Talent Demand vs. Available Talent: The Dwindling Hospitality Talent Pool
By Frank Speranza President, Hospitality Talent Scouts Executive Search | March 18, 2012
The U.S. Department of Labor reported an 8.3% unemployment rate in the U.S. as of January 2012. While that number has been gradually declining, everyone, politicians, business people, and economists included, agrees unemployment is far too high. Most also agree that without lower unemployment, we cannot experience real economic growth. Month after month, investors wait for the reported unemployment results; and depending on the outcome, we usually see some type of reaction from Wall Street. One can't turn on the news or look at a newspaper or business magazine without reading something about how high our unemployment rate is in the U.S. So if everyone agrees that unemployment is too high, why are hospitality employers having such a difficult time filling key managerial positions? I believe there are a few significant reasons for this, some of which no one in our industry really wants to talk about. Let's examine the scenarios that I, as a supplier of talent, have witnessed firsthand as some of the reasons for this lack of available talent.
Billionaire Sam Zell, who just appeared on stage with Bill Marriott at the American Lodging Investment Summit in January, told of how he had spoken just a few weeks earlier on CNBC about a company he has a controlling interest in called Anixter International. Zell told CNBC that college students should look at the unemployed for career guidance. "Did they major in engineering or literary arts?" Zell said. "Did they, in effect, take responsibility and say I have to provide for myself or I better have a college education that converts into a real working opportunity? As far as I am concerned, I don't know of too many engineers who are unemployed." Zell cited Anixter's experience in seeking to open a plant in Illinois. The company found there weren't enough qualified applicants. "We can't fill the plant with workers to make fasteners because in order to make fasteners, you've got to be able to read plans, and we can't find people who can read plans and specs and who are vocationally trained."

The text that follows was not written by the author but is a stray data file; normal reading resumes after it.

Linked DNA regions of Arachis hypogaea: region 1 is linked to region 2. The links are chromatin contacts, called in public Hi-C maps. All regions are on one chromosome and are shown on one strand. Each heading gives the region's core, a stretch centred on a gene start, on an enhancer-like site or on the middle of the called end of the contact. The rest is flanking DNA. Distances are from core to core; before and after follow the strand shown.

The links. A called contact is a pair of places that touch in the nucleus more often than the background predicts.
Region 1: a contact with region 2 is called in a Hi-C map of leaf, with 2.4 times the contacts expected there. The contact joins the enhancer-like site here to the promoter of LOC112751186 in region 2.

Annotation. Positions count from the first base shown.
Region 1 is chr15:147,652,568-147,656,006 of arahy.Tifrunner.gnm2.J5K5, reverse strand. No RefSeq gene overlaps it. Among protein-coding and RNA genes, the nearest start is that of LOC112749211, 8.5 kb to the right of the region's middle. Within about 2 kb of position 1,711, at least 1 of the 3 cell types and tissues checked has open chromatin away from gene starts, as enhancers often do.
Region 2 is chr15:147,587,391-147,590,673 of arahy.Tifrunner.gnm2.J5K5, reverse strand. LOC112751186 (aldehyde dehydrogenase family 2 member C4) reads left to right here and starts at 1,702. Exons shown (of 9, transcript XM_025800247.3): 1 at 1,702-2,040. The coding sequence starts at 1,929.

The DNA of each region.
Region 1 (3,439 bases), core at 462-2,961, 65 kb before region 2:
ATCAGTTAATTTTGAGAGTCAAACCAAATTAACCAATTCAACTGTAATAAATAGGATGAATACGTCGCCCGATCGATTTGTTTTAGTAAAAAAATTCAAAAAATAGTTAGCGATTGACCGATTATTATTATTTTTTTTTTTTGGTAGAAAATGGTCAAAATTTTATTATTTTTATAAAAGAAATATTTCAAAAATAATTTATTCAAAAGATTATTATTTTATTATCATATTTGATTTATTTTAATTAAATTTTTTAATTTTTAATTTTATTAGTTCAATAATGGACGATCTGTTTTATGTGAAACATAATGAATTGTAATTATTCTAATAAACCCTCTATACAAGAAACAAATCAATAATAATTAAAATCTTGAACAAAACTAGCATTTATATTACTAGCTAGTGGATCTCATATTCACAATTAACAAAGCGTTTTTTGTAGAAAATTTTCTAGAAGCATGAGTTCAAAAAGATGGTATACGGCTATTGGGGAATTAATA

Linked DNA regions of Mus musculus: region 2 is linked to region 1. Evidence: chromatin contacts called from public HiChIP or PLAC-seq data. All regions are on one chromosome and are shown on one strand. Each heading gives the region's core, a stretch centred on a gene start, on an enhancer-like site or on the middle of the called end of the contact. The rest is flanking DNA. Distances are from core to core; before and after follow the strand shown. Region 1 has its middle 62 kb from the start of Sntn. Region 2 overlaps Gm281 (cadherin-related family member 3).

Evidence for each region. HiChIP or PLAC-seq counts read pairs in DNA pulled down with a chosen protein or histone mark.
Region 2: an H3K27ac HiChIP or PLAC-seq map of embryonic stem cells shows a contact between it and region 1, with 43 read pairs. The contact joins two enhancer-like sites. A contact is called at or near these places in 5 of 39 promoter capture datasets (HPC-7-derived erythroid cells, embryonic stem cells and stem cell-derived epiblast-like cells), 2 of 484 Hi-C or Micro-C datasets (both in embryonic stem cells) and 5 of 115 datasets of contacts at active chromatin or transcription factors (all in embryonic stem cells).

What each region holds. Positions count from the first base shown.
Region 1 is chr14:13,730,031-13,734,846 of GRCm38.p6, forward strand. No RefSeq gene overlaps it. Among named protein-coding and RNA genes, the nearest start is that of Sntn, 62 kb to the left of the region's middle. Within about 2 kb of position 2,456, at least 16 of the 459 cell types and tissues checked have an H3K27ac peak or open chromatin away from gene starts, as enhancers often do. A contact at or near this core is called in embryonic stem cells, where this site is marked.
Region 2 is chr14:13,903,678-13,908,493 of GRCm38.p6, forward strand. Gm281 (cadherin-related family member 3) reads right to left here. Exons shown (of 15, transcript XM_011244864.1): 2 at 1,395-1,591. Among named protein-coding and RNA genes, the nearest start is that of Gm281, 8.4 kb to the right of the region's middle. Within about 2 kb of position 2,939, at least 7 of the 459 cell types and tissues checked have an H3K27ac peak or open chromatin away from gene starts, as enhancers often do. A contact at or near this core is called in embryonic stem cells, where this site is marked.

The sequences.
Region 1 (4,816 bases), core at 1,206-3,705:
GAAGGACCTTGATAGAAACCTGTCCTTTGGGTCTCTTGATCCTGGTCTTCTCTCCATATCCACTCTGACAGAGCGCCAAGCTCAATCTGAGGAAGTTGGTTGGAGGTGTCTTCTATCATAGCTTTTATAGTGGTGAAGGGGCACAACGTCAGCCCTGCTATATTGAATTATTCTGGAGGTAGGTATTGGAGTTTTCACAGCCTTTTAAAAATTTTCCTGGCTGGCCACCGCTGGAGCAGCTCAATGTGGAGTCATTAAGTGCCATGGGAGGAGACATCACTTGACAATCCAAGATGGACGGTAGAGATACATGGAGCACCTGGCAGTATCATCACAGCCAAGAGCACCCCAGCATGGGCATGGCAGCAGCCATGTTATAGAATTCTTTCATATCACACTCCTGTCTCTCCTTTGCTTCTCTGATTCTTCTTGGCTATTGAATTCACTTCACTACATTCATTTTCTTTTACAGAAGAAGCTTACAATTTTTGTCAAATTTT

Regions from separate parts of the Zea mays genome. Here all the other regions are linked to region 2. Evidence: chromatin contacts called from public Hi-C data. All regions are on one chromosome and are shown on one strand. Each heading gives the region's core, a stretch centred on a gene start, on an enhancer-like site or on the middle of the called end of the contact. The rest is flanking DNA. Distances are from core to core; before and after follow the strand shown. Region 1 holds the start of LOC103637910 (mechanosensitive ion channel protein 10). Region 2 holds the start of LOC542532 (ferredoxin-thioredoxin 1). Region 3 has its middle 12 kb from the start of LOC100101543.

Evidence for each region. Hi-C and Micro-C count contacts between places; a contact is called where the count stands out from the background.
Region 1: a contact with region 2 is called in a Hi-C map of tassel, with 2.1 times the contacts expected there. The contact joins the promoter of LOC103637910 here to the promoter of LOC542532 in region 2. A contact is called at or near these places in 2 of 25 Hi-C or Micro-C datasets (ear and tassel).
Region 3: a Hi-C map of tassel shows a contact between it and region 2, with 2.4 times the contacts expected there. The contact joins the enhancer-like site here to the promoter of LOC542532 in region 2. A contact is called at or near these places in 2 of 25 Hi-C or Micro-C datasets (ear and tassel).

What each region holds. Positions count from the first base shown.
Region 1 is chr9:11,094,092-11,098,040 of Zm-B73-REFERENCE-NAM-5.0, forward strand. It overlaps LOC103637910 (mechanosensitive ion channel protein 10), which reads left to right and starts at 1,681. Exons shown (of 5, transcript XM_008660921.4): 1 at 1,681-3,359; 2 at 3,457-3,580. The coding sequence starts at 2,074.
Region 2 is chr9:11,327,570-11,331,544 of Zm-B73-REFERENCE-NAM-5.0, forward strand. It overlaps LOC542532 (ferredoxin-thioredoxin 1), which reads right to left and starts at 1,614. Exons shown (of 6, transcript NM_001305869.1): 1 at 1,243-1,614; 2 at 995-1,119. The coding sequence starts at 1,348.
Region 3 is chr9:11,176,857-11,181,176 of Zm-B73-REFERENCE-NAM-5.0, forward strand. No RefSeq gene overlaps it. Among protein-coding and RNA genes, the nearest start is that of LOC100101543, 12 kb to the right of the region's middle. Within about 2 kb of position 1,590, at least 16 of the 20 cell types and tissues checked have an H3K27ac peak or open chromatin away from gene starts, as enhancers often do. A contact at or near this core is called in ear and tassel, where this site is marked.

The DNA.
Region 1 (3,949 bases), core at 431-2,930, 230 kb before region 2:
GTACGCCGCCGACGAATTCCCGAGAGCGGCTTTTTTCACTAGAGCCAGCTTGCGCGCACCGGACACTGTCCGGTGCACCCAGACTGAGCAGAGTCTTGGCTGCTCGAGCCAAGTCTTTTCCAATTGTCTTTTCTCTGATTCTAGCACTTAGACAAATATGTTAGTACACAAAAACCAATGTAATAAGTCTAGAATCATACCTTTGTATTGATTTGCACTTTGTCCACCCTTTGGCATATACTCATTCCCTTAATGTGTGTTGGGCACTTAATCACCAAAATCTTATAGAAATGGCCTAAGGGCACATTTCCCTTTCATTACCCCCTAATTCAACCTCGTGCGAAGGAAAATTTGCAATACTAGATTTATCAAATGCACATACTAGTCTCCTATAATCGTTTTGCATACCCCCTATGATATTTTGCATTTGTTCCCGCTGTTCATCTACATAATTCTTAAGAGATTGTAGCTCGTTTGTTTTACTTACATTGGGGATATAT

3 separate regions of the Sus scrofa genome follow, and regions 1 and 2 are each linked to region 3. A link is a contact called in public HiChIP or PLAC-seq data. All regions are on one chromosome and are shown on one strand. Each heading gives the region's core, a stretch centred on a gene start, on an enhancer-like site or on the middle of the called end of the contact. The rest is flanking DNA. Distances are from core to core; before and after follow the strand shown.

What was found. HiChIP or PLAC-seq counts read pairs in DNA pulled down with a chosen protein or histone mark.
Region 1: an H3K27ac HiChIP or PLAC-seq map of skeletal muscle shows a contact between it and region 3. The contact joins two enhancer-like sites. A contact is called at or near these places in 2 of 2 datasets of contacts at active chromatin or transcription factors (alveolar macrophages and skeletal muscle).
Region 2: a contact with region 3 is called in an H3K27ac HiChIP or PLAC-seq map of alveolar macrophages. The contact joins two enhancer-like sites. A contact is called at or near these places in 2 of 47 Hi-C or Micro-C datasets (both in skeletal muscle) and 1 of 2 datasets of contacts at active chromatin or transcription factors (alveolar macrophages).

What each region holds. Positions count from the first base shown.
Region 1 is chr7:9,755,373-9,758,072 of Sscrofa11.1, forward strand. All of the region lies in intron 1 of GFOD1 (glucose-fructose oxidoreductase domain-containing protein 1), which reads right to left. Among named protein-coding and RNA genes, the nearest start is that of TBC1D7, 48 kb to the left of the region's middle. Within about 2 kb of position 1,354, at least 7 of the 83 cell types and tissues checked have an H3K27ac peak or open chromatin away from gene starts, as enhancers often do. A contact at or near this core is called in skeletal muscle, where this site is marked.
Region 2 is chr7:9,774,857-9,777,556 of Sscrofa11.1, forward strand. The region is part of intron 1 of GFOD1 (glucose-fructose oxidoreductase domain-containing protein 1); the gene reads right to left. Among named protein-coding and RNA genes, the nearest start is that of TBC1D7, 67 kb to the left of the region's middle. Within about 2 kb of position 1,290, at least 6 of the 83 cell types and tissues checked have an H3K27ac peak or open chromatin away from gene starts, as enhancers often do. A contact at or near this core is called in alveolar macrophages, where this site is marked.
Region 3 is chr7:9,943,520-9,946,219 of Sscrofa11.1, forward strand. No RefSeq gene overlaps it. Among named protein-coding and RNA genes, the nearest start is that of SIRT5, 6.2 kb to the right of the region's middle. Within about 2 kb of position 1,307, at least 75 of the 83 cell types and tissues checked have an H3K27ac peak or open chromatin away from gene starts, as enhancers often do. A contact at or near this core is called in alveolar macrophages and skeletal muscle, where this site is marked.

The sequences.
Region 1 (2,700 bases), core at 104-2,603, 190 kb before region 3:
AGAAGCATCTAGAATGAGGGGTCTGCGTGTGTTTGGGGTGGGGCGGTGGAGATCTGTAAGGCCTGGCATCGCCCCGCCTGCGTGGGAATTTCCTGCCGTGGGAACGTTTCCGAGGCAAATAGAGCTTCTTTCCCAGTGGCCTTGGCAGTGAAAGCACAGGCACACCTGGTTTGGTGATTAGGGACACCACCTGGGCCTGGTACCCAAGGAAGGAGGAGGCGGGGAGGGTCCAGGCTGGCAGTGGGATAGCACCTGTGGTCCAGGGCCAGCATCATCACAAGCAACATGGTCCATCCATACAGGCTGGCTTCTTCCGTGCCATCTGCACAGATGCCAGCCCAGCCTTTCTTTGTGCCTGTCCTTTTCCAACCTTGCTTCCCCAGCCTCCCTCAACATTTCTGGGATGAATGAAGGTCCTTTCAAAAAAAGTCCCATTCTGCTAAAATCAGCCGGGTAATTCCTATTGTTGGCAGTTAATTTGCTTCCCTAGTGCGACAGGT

While those of us in hospitality are not making fasteners, we are still seeing some of these same things. Sam Zell appears to be suggesting that we have a training and qualification problem, and that if we dealt with it, maybe we would not be having this huge unemployment problem. I think he is onto something big, although I certainly don't think it's the whole story for those of us in hospitality. But it did lead me to ask myself this question: Where have all the Corporate Management Training Programs gone that existed in our industry in the 1970s and 1980s? We all know that companies recognize the need to invest in the future; however, expected operating margins of the 2000s have dramatically changed the landscape. That, along with a newer complexity in positions and downsizing of organizational structures, caused the old "doing more with less'" attitude to emerge; it also meant curtailing or eliminating many of the corporate development programs. This, I believe, had a huge effect on today's available quality talent pool that everyone is seeking.
Ken Blanchard, author of over 30 best-selling books on leadership, said in a public speaking format that you have two choices when you hire a new employee: hire a winner or hire a potential winner. He went on to define a winner as someone who knows exactly what you want them to do, when to do it, how to do it, and who delivers precise results with little or no supervision. He said the only problem with winners is they come at a premium, and you have to compensate them well. He said people always ask him, "What if I don't have the budget to hire a winner?" To which he responds, "If you don't have the budget and can't hire a winner, then your next best choice is to hire a potential winner. However, with a potential winner, you have to train them." He said this is usually followed by a second question that goes something like this: "If I can't afford a winner and I don't have time to train a potential winner, what would you suggest?" He had a one-word response: "Prayer." After the laughter died down, he said that's the only thing you have left if you don't want to do either of the first two. I concur that today our industry has failed to do all three, and I believe this is one of the reasons we find ourselves with a high demand for talent and a limited talent pool.
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